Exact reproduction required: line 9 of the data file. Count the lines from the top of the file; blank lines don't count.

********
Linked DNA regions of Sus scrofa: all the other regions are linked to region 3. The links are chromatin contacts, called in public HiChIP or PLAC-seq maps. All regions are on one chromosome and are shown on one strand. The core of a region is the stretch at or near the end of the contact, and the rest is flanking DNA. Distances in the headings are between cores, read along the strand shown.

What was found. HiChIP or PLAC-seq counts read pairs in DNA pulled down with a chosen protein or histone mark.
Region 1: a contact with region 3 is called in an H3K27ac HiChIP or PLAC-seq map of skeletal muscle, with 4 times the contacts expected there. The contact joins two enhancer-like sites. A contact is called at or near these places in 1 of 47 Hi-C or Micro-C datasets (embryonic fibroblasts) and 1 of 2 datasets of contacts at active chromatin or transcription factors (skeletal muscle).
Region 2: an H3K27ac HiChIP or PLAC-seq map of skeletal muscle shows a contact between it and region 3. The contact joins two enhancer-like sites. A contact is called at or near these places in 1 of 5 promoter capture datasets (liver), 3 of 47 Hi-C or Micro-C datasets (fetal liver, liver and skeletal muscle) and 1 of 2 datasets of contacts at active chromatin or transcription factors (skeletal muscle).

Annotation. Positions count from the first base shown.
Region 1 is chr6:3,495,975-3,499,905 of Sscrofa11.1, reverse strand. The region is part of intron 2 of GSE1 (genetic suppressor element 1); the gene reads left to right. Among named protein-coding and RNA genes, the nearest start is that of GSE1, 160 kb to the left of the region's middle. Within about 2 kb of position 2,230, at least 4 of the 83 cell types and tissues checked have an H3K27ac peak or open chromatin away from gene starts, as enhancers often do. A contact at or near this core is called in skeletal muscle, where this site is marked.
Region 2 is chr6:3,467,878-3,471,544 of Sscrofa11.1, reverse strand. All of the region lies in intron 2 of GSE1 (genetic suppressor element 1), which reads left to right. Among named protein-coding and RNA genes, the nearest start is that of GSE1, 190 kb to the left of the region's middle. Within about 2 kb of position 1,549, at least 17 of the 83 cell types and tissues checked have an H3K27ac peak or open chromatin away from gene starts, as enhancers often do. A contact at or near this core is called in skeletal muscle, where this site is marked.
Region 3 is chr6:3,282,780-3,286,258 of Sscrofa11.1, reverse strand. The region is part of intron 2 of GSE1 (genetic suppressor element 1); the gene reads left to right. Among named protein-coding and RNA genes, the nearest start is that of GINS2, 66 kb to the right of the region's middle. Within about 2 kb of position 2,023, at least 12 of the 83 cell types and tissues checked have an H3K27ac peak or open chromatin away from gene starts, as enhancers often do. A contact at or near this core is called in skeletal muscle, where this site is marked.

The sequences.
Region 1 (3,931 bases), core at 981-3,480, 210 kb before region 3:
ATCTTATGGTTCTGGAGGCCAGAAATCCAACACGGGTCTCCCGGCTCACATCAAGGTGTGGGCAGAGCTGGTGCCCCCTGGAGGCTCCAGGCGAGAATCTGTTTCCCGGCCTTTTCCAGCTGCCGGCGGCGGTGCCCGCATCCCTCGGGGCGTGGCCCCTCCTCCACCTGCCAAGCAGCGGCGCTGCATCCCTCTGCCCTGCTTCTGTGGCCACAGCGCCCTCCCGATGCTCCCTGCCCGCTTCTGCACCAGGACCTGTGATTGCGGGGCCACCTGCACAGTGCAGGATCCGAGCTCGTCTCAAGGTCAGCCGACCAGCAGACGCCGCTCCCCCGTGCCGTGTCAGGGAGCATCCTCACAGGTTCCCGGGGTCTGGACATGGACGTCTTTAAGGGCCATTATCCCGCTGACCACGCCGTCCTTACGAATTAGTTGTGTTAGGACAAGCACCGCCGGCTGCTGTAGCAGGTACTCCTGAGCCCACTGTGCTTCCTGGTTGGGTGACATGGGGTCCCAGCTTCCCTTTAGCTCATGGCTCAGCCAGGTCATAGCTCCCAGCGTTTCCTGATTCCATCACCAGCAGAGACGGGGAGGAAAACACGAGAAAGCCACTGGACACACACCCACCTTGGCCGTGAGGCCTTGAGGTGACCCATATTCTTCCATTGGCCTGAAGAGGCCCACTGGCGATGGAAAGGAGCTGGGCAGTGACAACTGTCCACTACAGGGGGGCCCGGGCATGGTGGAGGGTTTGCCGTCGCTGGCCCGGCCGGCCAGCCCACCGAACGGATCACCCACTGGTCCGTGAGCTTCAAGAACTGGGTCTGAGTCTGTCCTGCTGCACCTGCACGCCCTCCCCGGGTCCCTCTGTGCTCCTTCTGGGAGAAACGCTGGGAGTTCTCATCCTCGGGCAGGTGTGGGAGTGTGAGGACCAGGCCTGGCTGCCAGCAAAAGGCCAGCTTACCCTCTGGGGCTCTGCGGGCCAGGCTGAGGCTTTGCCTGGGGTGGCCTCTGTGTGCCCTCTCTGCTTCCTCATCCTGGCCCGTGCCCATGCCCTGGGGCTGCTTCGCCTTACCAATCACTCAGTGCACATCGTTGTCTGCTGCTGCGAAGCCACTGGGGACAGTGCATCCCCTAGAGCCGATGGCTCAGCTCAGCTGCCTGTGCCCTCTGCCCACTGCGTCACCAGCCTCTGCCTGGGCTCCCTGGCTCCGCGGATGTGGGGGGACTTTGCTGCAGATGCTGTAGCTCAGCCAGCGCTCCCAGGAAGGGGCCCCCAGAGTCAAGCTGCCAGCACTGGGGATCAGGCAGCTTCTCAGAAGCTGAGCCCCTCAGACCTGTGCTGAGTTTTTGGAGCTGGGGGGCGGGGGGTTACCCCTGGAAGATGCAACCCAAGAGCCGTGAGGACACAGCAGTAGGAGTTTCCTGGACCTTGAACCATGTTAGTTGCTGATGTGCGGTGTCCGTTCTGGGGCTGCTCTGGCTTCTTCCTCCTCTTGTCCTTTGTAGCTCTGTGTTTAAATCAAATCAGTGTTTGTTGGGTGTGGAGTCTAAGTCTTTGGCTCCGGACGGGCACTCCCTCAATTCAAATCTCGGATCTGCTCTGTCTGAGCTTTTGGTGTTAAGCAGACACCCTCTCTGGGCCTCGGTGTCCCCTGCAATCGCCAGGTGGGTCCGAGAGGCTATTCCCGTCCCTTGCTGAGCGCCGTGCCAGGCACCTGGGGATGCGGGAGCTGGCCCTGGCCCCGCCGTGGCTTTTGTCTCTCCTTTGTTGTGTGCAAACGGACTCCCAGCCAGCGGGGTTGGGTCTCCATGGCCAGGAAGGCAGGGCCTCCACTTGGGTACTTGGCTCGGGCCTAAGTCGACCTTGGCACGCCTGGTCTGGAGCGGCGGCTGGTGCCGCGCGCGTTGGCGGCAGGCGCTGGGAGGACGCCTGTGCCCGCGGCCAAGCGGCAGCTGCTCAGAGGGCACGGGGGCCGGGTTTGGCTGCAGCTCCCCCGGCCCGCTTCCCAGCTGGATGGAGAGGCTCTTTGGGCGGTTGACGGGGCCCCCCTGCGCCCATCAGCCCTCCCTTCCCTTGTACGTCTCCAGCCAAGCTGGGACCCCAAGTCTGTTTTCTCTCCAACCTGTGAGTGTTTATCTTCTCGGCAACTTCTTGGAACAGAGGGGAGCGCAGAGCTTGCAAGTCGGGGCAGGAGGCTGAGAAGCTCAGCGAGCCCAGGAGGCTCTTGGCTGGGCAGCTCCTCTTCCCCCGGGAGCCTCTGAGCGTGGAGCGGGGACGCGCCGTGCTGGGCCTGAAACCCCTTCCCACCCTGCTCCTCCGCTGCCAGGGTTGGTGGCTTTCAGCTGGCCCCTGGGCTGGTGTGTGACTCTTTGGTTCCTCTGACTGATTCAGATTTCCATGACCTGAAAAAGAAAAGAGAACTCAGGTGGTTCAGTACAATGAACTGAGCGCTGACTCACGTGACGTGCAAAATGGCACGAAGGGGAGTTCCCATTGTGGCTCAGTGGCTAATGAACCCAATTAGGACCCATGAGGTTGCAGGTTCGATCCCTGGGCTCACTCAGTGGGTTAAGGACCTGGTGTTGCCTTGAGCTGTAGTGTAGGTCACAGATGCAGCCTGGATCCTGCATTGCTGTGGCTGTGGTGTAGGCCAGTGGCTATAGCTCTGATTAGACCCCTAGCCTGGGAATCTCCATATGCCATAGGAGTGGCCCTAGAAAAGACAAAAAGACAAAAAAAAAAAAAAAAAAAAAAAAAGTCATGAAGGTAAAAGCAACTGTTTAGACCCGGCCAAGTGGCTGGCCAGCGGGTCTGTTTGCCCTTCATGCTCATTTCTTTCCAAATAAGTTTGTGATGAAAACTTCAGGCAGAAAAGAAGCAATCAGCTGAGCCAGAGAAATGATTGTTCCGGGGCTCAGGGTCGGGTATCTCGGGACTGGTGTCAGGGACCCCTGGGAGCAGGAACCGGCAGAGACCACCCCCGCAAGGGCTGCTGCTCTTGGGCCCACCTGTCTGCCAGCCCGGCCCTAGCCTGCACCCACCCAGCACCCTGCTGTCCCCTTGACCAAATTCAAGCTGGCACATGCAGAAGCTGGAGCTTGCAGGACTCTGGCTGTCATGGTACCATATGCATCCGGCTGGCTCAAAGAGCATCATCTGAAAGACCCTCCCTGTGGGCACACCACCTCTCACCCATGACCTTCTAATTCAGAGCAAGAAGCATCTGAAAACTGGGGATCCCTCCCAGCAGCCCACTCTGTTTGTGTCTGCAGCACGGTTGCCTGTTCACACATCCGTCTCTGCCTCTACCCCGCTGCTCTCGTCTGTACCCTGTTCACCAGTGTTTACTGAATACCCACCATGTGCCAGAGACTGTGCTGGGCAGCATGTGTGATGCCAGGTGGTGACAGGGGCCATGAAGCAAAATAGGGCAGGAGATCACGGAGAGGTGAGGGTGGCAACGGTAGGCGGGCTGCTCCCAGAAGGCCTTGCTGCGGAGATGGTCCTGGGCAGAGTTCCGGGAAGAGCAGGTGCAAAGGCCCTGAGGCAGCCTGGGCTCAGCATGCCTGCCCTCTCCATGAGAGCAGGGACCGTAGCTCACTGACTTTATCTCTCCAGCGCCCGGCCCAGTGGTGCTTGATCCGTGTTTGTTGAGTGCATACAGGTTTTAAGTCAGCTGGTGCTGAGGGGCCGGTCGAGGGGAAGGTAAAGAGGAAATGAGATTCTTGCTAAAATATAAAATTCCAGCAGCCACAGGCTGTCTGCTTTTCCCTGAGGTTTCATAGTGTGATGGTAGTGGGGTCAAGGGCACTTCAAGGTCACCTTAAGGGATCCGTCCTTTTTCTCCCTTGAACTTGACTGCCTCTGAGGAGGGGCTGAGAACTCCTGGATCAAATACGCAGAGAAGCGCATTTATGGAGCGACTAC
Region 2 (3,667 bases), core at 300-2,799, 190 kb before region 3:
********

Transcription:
The sequences.